Posted Jan 5, 2018 at The Best American Poetry
It's the end of the semester at FIT. Immersed in final grades and end-of-semester tasks as Chairperson of English and Communication Studies, I was trying to bask a bit in the launch of an exhibition of student projects, Communicating Climate Change, the fruits of two years of labor. But then, over the weekend, I read a December 15 Washington Post article about a directive given to the Centers for Disease Control and Prevention. According to the article, official documents being prepared by the CDC for their 2018 budget were not to contain the words "vulnerable," "entitlement," "diversity," "transgender," "fetus," "evidence-based," or "science-based." On December 16, my friend, poet Sarah Freligh, posted a writing challenge to her Facebook friends: “Write a sestina using six of the prohibited words, the seventh as your title.” To say the unsayable, as if were, and what better way to say the words than in a repetitive form like the sestina? I idly posted a comment, “We need an anthology!” Sarah challenged me to edit one, and I declined but instead created a WordPress site – The CDC Poetry Project. Starting this week, we’re actively soliciting poems that say the seven words and do so in a way that speaks truth to power. Go to our Submission Guidelines for details! Continue reading
Posted Dec 17, 2017 at The Best American Poetry
Beautiful! ♥
Coleridge received the Person from Porlock And ever after called him a curse, Then why did he hurry to let him in? He could have hid in the house. It was not right of Coleridge in fact it was wrong (But often we all do wrong) As the truth is I think he was already stuck With Kubla Khan. He was weeping and wailing: I am finished, finished, I shall never write another word of it, When along comes the Person from Porlock And takes the blame for it. --Stevie Smith, "Thoughts about the Person from Porlock" For this, my inaugural post in a series I'm calling "Creativity Rules," it seems appropriate to reference one of the most famous examples of poetic creativity's challenges. As the story goes, Samuel Taylor Coleridge was in the middle of an opium-enhanced dream when, inspired by the description in a book he'd read before nodding off, Kubla Khan's palace appeared and "the images rose up before him as things, with a parallel production of the correspondent expressions, without any sensation or consciousness of effort." Upon waking the poet transcribed as many of the lines as he could before he was rudely interrupted by a visitor and forced to speak with him of business for an hour. After this intrusion, Coleridge claimed, he could only scrape together a few lines from the dream vision and the rest of the poem came after very hard labor. Stevie Smith calls poppycock, insisting that the Porlockian is a scapegoat for STC's own compositional glitch. And scholars have noted that the version of "Kubla Khan: Or, A Vision in a Dream" that was published nearly two decades later was very different from the initial transcription. As developed as it was, Coleridge felt compelled to tag it as "A fragment," testimony to the exquisite frustration all poets know when their final product is a mere shadow--however well-wrought--of the brilliant vision they had at the outset. Writers are notorious for their quirky creative habits, their fetishes and rituals--Stephen Spender tells us that Friedrich Schiller (roughly Coleridge's contemporary) needed a whiff of rotting apples to compose--for me doing this post today, it was Indian food and half a box of Mallomars. But whatever smells and spells we use to get ourselves in the mood, there comes a point when we are facing the blank page--or screen--and that is when the real terror sets in. No wonder there are so many books, articles, blogs, videos, and podcasts about the creative process and its so-called secrets. I started to find out just how much material is out there on this subject, and how much continues to be produced at a staggering rate, when I developed an honors course at the Fashion Institute of Technology called "Creative Imagination: Theory and Process." My initial bibliography for the proposal was 11 pages, and each time I teach the class I discover some new sources to incorporate into my syllabus and lectures. In recent years the advances in... Continue reading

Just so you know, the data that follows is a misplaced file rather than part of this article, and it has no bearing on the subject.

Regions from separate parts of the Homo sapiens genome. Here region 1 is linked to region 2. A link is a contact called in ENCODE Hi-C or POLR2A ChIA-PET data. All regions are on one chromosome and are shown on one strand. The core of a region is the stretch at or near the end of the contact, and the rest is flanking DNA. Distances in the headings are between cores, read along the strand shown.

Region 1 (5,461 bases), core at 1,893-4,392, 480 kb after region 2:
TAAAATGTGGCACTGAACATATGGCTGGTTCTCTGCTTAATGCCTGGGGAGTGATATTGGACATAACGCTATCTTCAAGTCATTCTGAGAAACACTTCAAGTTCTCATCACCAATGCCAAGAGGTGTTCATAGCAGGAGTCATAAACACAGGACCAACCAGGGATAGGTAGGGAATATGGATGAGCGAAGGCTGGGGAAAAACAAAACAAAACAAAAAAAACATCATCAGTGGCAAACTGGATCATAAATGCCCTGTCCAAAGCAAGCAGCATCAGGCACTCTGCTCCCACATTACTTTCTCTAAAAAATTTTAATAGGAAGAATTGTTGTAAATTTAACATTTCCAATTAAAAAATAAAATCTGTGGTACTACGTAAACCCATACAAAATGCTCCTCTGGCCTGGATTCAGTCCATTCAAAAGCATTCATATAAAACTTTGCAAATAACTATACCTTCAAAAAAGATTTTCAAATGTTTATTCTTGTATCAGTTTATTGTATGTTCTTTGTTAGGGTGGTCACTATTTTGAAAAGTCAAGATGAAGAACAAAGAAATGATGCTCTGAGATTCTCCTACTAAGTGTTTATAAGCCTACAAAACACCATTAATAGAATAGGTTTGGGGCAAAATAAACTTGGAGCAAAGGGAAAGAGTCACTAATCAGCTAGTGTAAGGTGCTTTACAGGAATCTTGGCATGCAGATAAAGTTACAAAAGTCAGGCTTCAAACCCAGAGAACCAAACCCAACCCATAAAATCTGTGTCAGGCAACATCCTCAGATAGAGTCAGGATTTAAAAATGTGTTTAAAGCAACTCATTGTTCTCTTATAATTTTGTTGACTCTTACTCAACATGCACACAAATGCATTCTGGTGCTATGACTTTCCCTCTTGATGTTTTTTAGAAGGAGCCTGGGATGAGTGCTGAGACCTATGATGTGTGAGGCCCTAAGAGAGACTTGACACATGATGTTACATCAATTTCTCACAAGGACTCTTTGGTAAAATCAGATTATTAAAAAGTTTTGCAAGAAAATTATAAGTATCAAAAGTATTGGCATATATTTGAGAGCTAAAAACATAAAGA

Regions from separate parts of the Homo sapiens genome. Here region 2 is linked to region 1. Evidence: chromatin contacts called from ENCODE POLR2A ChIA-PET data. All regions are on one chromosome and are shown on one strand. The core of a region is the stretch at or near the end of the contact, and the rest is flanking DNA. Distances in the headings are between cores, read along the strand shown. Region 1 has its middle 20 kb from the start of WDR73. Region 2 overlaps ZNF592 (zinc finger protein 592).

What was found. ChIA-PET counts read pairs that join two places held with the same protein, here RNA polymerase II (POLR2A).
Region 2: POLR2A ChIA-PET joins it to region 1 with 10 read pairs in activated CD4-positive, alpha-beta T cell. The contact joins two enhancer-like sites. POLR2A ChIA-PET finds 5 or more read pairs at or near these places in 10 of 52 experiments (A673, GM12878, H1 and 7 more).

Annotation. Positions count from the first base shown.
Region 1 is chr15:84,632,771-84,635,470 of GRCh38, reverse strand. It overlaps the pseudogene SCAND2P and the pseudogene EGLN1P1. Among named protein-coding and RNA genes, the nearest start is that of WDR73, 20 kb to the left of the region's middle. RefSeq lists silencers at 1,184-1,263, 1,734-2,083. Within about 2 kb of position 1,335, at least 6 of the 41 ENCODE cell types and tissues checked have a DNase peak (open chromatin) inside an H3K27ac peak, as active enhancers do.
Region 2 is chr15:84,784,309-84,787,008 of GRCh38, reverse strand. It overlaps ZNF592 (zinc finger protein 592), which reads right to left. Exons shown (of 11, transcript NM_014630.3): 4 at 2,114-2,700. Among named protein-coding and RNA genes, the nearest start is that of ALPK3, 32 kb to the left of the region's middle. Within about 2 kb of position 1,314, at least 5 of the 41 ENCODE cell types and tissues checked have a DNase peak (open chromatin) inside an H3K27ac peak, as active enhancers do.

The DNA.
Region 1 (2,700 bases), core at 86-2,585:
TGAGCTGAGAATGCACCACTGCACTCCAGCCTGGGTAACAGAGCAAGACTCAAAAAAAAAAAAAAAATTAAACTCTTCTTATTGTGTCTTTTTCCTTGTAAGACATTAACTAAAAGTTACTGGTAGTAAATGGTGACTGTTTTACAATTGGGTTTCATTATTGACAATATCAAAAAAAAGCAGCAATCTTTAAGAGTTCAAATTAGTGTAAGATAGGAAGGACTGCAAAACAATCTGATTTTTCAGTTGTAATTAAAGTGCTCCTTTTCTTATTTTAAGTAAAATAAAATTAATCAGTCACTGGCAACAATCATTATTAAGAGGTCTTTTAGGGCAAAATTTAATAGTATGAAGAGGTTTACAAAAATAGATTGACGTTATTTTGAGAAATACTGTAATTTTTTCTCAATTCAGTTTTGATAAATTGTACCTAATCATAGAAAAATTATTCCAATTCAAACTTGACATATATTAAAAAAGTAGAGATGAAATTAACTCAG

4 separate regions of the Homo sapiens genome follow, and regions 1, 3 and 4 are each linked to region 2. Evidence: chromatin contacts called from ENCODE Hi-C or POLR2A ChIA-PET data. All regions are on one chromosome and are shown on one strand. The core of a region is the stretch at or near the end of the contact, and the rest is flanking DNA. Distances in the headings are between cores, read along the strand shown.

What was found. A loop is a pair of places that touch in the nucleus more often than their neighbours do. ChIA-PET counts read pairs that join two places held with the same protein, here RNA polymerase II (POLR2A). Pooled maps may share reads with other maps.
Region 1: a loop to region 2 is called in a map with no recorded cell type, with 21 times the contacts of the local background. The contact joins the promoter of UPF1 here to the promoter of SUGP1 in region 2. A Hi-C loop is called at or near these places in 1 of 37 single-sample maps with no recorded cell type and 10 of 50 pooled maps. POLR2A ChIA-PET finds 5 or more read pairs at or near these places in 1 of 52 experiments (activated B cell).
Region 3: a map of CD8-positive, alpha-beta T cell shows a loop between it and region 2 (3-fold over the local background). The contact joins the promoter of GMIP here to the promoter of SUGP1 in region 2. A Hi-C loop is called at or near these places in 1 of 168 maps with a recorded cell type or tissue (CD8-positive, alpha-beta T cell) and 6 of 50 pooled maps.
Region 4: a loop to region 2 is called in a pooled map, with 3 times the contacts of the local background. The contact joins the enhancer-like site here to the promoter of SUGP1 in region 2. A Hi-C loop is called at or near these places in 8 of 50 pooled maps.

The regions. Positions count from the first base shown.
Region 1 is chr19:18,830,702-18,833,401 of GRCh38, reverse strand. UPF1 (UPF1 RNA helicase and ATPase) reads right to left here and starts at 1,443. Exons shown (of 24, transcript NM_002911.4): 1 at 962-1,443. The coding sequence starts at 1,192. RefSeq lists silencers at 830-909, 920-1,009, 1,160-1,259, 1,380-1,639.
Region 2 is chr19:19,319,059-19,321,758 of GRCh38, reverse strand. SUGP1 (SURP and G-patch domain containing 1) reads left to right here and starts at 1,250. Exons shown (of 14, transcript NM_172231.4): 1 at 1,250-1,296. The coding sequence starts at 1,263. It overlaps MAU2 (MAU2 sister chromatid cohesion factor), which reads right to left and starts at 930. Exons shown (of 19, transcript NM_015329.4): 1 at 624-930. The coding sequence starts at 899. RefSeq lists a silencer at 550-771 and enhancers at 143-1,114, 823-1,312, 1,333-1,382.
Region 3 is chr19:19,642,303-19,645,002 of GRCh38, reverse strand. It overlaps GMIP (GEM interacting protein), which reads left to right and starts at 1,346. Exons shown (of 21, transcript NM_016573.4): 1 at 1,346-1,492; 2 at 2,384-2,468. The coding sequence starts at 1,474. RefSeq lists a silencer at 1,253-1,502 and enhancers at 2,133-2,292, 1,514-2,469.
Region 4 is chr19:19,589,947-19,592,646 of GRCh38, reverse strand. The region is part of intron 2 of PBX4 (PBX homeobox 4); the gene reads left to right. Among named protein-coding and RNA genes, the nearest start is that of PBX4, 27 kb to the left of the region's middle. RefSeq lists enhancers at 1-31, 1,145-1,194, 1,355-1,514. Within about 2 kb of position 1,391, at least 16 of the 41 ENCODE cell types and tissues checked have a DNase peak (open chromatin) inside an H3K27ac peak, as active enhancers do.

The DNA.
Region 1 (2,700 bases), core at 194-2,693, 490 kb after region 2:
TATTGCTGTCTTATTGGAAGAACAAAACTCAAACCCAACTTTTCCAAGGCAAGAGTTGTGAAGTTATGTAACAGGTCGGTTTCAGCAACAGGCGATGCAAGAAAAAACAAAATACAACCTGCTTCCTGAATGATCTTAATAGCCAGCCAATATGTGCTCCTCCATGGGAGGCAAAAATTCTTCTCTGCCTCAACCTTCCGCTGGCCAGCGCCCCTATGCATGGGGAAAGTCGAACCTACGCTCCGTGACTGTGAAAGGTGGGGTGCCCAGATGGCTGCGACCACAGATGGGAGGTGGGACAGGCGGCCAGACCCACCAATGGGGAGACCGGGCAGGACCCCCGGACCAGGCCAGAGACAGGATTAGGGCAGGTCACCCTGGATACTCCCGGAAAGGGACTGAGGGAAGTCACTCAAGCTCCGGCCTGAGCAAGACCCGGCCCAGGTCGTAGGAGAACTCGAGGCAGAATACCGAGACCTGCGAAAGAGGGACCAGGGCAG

Posted Oct 23, 2015 at The Best American Poetry
So wonderful to find Anna here, and to see her gorgeous painting! Thanks, SDH! xo